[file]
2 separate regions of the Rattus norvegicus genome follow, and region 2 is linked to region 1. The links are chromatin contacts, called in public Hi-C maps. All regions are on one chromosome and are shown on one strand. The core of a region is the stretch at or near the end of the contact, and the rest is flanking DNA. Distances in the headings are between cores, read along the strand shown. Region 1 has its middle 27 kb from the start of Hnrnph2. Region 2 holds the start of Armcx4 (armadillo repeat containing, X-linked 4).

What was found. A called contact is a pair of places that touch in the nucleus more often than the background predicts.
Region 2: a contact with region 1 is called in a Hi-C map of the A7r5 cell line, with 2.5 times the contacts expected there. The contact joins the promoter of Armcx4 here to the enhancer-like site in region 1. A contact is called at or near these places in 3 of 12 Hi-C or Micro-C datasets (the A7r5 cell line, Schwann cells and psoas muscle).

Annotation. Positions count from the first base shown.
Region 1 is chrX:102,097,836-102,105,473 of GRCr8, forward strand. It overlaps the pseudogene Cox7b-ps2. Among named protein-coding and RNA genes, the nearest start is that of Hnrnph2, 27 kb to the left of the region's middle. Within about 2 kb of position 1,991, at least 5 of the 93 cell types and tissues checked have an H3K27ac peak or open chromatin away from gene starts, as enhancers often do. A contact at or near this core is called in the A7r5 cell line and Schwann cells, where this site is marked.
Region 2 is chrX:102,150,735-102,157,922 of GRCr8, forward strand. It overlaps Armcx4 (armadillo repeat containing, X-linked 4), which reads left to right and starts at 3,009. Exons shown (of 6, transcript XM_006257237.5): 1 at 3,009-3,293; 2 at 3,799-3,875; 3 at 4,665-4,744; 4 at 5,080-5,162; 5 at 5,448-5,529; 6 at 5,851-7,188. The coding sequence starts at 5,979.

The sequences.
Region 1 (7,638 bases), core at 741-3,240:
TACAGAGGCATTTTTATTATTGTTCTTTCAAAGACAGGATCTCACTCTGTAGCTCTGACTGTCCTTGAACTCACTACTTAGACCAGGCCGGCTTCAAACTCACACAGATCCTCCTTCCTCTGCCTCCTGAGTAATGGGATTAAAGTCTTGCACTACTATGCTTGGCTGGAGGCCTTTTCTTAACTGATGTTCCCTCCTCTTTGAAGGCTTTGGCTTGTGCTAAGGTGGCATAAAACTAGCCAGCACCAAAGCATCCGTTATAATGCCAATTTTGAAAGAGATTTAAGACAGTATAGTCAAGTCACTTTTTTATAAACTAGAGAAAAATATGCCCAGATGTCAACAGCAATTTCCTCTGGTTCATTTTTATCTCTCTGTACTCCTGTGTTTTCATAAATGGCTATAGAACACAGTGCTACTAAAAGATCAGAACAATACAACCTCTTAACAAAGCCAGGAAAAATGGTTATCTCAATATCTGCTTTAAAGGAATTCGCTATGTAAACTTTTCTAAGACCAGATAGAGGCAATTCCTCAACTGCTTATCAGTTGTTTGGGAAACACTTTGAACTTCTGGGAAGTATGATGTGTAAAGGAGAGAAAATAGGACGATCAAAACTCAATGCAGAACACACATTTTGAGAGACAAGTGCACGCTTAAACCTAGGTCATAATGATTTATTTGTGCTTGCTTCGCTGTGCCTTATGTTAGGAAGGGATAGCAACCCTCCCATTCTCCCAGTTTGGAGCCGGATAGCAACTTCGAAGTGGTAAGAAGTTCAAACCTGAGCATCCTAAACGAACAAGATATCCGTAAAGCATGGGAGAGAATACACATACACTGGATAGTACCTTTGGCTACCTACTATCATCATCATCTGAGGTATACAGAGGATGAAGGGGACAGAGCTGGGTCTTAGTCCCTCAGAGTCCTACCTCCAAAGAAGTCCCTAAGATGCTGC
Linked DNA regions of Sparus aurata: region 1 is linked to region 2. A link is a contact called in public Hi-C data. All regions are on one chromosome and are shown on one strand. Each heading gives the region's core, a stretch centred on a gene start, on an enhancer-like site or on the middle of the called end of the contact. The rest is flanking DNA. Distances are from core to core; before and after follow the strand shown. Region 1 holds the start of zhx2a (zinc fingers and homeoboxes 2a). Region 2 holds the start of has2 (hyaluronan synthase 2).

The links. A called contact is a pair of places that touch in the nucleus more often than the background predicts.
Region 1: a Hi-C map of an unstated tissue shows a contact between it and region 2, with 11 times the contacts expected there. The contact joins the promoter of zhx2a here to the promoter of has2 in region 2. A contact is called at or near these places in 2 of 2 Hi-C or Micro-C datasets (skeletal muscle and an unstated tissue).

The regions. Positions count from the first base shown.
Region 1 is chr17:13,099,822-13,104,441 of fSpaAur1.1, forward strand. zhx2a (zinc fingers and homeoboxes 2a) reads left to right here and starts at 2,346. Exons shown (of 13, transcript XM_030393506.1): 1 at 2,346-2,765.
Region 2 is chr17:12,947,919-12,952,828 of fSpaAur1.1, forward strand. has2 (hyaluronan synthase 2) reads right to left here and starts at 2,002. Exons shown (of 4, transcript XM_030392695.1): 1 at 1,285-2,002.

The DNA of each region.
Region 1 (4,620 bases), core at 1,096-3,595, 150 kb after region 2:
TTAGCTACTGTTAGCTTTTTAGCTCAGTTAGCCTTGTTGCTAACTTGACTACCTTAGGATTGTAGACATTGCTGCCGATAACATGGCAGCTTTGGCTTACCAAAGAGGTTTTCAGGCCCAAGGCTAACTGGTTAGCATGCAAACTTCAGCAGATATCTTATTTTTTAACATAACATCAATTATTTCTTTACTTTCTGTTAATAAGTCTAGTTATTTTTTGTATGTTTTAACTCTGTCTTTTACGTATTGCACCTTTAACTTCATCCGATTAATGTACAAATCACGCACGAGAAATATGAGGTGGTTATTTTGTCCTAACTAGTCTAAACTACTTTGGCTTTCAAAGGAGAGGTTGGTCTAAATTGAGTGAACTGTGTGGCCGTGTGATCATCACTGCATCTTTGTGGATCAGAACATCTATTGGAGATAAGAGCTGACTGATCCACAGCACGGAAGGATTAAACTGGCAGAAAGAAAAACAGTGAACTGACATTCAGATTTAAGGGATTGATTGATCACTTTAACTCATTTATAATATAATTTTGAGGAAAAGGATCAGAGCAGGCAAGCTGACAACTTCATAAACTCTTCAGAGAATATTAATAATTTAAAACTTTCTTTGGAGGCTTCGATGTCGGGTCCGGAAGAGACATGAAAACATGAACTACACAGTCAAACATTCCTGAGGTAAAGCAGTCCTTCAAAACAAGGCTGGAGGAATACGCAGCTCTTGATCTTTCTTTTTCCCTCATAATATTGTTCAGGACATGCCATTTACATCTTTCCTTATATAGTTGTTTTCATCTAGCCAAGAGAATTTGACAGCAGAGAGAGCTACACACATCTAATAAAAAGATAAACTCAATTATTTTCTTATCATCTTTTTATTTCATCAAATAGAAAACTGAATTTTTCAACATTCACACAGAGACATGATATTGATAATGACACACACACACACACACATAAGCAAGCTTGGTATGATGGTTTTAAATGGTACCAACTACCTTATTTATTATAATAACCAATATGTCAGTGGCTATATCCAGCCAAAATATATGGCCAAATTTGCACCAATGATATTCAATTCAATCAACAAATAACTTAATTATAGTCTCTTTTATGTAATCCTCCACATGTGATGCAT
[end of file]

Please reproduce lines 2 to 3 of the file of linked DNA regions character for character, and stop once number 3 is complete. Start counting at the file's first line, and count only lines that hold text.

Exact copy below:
What was found. A called contact is a pair of places that touch in the nucleus more often than the background predicts.
Region 2: a contact with region 1 is called in a Hi-C map of the A7r5 cell line, with 2.5 times the contacts expected there. The contact joins the promoter of Armcx4 here to the enhancer-like site in region 1. A contact is called at or near these places in 3 of 12 Hi-C or Micro-C datasets (the A7r5 cell line, Schwann cells and psoas muscle).